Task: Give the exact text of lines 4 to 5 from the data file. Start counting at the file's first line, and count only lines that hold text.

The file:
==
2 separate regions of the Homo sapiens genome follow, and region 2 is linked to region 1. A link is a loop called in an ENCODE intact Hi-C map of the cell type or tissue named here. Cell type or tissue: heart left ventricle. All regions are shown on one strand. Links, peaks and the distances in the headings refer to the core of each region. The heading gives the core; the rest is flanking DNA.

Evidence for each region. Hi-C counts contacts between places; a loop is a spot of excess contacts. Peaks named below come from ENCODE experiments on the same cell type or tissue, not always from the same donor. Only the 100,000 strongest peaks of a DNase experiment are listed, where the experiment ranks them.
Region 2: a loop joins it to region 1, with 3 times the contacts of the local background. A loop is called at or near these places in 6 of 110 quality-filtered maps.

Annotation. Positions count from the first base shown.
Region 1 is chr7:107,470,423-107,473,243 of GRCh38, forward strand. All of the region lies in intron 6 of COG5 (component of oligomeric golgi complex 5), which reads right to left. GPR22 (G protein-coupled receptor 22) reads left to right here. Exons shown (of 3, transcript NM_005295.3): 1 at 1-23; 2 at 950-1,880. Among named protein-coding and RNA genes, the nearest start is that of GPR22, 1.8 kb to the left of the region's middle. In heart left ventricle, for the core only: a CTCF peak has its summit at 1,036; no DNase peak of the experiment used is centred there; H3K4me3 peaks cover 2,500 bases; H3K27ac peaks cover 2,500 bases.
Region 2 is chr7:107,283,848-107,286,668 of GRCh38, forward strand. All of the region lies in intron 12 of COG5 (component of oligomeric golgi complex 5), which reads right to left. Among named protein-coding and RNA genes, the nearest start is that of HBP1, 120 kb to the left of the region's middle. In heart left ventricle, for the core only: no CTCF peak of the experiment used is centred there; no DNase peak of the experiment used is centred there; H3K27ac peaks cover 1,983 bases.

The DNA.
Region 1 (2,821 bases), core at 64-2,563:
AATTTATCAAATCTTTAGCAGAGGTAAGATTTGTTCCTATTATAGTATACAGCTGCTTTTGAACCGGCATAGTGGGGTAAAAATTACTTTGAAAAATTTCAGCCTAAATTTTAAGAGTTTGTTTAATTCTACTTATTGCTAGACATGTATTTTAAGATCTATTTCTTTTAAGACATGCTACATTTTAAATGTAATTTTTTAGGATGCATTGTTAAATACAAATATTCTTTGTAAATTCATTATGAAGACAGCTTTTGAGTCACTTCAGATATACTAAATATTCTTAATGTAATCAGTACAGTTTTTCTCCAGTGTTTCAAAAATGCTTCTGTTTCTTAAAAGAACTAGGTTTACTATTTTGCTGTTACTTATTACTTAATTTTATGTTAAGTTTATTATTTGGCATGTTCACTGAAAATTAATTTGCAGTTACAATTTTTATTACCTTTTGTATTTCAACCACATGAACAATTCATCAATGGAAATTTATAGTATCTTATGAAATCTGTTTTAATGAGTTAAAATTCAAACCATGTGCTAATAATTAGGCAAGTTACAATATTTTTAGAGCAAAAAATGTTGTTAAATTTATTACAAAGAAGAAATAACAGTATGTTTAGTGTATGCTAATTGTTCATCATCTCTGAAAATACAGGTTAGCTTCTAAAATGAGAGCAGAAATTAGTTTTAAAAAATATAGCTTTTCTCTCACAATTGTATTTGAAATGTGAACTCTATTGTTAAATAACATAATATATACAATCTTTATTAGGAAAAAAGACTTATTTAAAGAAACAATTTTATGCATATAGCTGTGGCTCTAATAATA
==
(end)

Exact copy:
Annotation. Positions count from the first base shown.
Region 1 is chr7:107,470,423-107,473,243 of GRCh38, forward strand. All of the region lies in intron 6 of COG5 (component of oligomeric golgi complex 5), which reads right to left. GPR22 (G protein-coupled receptor 22) reads left to right here. Exons shown (of 3, transcript NM_005295.3): 1 at 1-23; 2 at 950-1,880. Among named protein-coding and RNA genes, the nearest start is that of GPR22, 1.8 kb to the left of the region's middle. In heart left ventricle, for the core only: a CTCF peak has its summit at 1,036; no DNase peak of the experiment used is centred there; H3K4me3 peaks cover 2,500 bases; H3K27ac peaks cover 2,500 bases.